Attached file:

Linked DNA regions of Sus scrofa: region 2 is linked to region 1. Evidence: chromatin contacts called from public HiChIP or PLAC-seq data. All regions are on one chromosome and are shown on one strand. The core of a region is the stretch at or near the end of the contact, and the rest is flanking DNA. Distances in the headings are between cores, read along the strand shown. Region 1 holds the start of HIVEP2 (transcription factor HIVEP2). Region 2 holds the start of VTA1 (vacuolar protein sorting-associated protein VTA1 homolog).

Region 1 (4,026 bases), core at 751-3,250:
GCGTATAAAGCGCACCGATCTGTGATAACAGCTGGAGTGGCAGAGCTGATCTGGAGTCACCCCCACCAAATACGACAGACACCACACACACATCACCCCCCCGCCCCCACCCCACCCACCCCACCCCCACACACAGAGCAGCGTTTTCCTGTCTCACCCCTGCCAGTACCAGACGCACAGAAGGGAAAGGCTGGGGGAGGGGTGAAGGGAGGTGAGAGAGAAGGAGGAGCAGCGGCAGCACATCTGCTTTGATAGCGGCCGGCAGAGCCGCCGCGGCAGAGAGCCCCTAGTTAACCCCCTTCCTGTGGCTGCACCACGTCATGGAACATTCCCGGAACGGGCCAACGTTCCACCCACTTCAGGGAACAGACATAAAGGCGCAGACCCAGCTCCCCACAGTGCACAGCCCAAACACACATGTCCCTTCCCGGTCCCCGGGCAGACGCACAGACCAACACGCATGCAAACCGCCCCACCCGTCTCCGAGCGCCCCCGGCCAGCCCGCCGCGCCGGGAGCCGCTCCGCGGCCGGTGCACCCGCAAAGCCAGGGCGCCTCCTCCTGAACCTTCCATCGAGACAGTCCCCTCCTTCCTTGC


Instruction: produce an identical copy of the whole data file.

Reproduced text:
Linked DNA regions of Sus scrofa: region 2 is linked to region 1. Evidence: chromatin contacts called from public HiChIP or PLAC-seq data. All regions are on one chromosome and are shown on one strand. The core of a region is the stretch at or near the end of the contact, and the rest is flanking DNA. Distances in the headings are between cores, read along the strand shown. Region 1 holds the start of HIVEP2 (transcription factor HIVEP2). Region 2 holds the start of VTA1 (vacuolar protein sorting-associated protein VTA1 homolog).

Region 1 (4,026 bases), core at 751-3,250:
GCGTATAAAGCGCACCGATCTGTGATAACAGCTGGAGTGGCAGAGCTGATCTGGAGTCACCCCCACCAAATACGACAGACACCACACACACATCACCCCCCCGCCCCCACCCCACCCACCCCACCCCCACACACAGAGCAGCGTTTTCCTGTCTCACCCCTGCCAGTACCAGACGCACAGAAGGGAAAGGCTGGGGGAGGGGTGAAGGGAGGTGAGAGAGAAGGAGGAGCAGCGGCAGCACATCTGCTTTGATAGCGGCCGGCAGAGCCGCCGCGGCAGAGAGCCCCTAGTTAACCCCCTTCCTGTGGCTGCACCACGTCATGGAACATTCCCGGAACGGGCCAACGTTCCACCCACTTCAGGGAACAGACATAAAGGCGCAGACCCAGCTCCCCACAGTGCACAGCCCAAACACACATGTCCCTTCCCGGTCCCCGGGCAGACGCACAGACCAACACGCATGCAAACCGCCCCACCCGTCTCCGAGCGCCCCCGGCCAGCCCGCCGCGCCGGGAGCCGCTCCGCGGCCGGTGCACCCGCAAAGCCAGGGCGCCTCCTCCTGAACCTTCCATCGAGACAGTCCCCTCCTTCCTTGC